A New Generation:Maddox Forges Firm, Decisive Path at Mass Gaming Commission

May 4, 2018
By

New Wynn Resorts CEO Matt Maddox wasn’t whimsical or comical as his predecessor, Steve Wynn, often was at the Massachusetts Gaming Commission (MGC) last Friday, April 27, during an intense Adjudicatory Hearing.

Instead, in what seemed like a high-stakes job interview, Maddox set a path as “a small-town kid from Arkansas” who is trying to move the company onto a new path of – rather than wisecracks – family values and gender equality.

It was nowhere more apparent than when MGC Commissioner Gayle Cameron led off with a critical observation of how the Wynn company had gotten in trouble based on allegations of sexual misconduct, and then added three women to its board.

Maddox swung back with a firm response, noting he is from a new generation, and he intends to use this crisis to become a leader in the industry in correcting the issues that landed them in their predicament.

“These women are imminently qualified,” said Cameron. “You’ve been at the company many years. They were imminently qualified two years ago, five years ago. I just have to make the point that there’s an issue around women, and now women are more valuable to the board. I see what you’re doing, but it just seems to me the company as a whole didn’t value women until they got in trouble at the Board level.”

Replied Maddox, “Mrs. Cameron, maybe that’s because there’s new leadership. I’m a 42-year-old man. I have a 12-year-old daughter, a 10-year-old daughter, and a 10-year-old son. If you think for one second that I want my 10-year-old son to have any additional benefits or a better environment in the workplace than my (daughters), that’s not true. I am part of the generation that believes this. I’m part of the generation that’s driving this. So, I don’t think it’s anything about what the company did do or didn’t do. Crisis sometimes creates opportunity. You can let crisis drive you down or you can take it and make something great out of it. That’s what I’m committed to do.”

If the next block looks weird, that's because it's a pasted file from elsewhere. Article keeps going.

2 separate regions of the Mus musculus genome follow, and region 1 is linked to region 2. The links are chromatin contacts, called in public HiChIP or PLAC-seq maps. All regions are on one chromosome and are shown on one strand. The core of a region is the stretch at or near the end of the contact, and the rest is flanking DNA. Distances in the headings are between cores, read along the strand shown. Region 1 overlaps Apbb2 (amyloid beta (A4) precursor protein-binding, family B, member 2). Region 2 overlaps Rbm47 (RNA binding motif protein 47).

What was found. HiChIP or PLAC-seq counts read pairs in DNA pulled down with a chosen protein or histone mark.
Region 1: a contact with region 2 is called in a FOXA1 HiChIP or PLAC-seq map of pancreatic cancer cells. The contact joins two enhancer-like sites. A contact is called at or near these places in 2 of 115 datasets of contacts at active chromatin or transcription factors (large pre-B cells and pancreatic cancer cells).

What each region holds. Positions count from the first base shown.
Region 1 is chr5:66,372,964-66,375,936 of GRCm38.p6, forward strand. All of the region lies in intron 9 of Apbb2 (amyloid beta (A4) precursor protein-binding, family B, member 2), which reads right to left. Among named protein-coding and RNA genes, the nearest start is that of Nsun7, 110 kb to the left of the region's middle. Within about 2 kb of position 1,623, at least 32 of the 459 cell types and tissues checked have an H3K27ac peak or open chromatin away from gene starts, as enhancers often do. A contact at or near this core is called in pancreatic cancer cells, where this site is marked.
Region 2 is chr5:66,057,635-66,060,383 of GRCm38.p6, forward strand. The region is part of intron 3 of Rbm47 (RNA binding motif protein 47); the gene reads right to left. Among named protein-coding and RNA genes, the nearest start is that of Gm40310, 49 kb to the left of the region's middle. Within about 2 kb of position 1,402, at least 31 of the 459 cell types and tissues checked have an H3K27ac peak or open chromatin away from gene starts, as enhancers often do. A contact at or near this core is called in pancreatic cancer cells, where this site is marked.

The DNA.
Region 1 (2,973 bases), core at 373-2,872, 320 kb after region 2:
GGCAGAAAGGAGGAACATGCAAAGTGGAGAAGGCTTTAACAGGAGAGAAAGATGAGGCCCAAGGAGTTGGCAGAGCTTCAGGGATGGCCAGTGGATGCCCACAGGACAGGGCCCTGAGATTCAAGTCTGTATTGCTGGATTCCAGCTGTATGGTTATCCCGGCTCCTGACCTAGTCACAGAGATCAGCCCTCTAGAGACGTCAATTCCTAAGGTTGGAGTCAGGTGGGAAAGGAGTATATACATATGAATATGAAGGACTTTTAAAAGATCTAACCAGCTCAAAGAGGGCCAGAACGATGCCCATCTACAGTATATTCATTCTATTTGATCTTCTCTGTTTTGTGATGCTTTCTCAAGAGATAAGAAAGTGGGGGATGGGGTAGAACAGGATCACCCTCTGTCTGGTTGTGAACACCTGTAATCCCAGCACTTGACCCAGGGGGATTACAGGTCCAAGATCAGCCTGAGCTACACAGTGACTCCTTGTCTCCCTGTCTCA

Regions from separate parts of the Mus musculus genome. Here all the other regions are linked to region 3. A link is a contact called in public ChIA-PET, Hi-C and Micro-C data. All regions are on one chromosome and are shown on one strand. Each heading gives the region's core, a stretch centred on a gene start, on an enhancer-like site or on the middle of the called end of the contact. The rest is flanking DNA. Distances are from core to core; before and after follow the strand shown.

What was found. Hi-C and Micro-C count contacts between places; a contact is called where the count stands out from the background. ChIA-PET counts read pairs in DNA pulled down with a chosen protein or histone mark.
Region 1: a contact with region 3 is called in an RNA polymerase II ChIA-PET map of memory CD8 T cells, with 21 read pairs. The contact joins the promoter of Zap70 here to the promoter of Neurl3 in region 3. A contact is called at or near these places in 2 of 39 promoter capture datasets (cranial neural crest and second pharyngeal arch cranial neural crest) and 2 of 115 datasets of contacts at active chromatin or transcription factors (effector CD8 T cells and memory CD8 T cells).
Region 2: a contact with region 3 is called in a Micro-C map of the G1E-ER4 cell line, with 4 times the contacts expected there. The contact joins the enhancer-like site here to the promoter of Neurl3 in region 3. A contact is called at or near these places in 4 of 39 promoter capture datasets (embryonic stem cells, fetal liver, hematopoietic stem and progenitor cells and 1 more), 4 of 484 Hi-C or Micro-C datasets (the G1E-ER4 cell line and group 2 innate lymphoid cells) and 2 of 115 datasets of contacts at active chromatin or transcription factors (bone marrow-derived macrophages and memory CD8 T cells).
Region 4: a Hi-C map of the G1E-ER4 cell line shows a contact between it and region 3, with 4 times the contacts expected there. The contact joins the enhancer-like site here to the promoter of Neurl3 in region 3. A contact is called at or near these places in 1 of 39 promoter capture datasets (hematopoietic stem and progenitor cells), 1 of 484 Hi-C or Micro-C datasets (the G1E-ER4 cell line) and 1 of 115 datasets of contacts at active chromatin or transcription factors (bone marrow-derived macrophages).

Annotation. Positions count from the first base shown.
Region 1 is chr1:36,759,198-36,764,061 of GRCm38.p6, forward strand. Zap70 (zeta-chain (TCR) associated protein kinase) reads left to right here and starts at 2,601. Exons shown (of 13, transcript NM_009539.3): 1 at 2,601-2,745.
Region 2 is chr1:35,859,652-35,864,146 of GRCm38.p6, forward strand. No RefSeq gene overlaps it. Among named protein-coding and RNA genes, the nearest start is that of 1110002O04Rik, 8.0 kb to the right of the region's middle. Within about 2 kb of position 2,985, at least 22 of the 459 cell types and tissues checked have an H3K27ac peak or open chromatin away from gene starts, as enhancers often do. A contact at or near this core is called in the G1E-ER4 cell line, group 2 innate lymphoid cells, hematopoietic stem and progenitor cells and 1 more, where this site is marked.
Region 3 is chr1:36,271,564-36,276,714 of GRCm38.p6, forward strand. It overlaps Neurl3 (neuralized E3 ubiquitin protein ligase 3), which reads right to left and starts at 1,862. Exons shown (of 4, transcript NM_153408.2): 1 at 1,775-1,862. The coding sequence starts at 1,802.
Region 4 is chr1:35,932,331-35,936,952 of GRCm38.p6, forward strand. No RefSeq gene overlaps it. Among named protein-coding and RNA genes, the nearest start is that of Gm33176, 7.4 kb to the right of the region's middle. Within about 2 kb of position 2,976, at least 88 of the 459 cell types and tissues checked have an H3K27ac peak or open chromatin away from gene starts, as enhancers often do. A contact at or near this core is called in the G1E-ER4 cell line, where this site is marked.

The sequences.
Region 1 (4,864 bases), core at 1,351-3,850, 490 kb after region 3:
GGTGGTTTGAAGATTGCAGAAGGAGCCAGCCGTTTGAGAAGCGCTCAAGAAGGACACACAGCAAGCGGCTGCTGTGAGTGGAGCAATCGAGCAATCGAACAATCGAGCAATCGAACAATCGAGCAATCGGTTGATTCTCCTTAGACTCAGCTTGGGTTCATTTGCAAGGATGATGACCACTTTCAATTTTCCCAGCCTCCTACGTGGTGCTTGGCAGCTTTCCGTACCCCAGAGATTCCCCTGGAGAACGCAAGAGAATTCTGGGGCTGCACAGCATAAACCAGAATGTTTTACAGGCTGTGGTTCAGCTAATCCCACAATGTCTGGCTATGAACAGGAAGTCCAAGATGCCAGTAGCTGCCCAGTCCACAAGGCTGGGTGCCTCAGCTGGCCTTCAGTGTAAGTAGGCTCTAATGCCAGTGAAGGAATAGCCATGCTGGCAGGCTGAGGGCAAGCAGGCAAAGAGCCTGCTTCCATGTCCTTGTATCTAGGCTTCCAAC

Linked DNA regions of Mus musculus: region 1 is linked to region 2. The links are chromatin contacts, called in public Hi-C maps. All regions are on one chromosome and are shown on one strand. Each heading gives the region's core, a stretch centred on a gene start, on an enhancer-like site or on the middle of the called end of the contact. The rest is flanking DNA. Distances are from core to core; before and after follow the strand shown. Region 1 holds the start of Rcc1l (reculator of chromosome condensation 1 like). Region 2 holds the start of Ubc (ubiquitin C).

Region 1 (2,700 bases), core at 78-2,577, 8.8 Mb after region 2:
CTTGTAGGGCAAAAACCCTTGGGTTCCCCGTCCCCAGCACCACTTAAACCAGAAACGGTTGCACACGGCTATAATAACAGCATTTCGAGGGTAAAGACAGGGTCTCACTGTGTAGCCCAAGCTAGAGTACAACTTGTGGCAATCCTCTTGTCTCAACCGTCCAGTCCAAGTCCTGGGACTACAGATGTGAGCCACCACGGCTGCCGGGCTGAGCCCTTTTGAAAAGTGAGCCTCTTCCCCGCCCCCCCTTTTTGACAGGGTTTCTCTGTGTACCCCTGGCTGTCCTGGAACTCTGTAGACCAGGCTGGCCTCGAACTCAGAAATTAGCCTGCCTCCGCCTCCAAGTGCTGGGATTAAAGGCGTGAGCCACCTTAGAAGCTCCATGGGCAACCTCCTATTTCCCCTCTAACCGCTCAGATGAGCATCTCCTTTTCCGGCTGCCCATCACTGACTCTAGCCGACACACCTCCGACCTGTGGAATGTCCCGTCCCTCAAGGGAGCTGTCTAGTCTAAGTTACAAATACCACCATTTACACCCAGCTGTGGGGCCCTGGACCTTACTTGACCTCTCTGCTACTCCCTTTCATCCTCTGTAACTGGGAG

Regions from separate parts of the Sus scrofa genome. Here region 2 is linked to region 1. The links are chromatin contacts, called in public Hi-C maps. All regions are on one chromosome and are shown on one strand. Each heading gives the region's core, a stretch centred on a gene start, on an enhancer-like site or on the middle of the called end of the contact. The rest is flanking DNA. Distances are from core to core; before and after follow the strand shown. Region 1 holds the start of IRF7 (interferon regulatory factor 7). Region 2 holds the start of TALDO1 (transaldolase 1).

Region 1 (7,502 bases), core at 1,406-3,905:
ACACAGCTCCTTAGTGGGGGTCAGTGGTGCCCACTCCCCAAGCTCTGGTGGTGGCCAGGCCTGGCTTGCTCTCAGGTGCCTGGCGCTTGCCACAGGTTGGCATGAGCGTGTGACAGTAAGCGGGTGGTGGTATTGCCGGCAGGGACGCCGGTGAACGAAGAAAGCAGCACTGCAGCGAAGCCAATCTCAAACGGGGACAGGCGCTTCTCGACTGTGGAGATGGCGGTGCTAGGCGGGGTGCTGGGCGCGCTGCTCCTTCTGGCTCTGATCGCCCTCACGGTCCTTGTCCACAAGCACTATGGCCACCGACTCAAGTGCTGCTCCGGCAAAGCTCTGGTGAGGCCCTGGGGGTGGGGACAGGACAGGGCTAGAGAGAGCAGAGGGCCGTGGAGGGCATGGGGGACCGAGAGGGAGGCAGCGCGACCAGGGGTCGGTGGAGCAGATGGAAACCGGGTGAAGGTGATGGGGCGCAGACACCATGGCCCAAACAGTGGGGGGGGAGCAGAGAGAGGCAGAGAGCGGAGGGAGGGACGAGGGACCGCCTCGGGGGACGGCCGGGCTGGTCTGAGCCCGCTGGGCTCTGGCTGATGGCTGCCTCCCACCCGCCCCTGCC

Later, he told reporters that he was to be trusted to lead the company in a new direction.

“You should trust me because of what I’ve done my whole career,” he said. “Check with anyone I worked with at Bank of America or Caesar’s Entertainment. For people who have work with me while I’ve been at this company 16 years, you are going to hear that I do what I say. I’m a small-town kid from Arkansas. I grew up in a place where family and community values matter. It’s who I am and I would challenge anyone to come out and say that’s not who Matt Maddox is.”

Beyond getting to know Maddox, and the personality of the new leader of the $2.5 billion Everett resort casino, the business of the day was to discuss whether or not to remove Steve Wynn from the paperwork of the gaming license in Massachusetts. Several lawyers and company executives were present to help that along, and reams of paperwork had been filed that analyzed the types of “qualifiers” and what that meant by the letter of the law.

In legal terms, most of the obvious moves had been taken care of, such as Steve Wynn no longer having a stake in the company and direct decision-making. However, the MGC was interested in looking at any indirect influence that might occur as well.

So it was, Maddox spent a good part of his 45-minute presentation explaining what he had done since becoming CEO in February.

He said he first had Town Halls with employees around the world to assure them it was a strong company, and to begin a new campaign called ‘We Are Wynn’ to reinforce the new values he planned to bring to the scarred ‘Wynn’ name.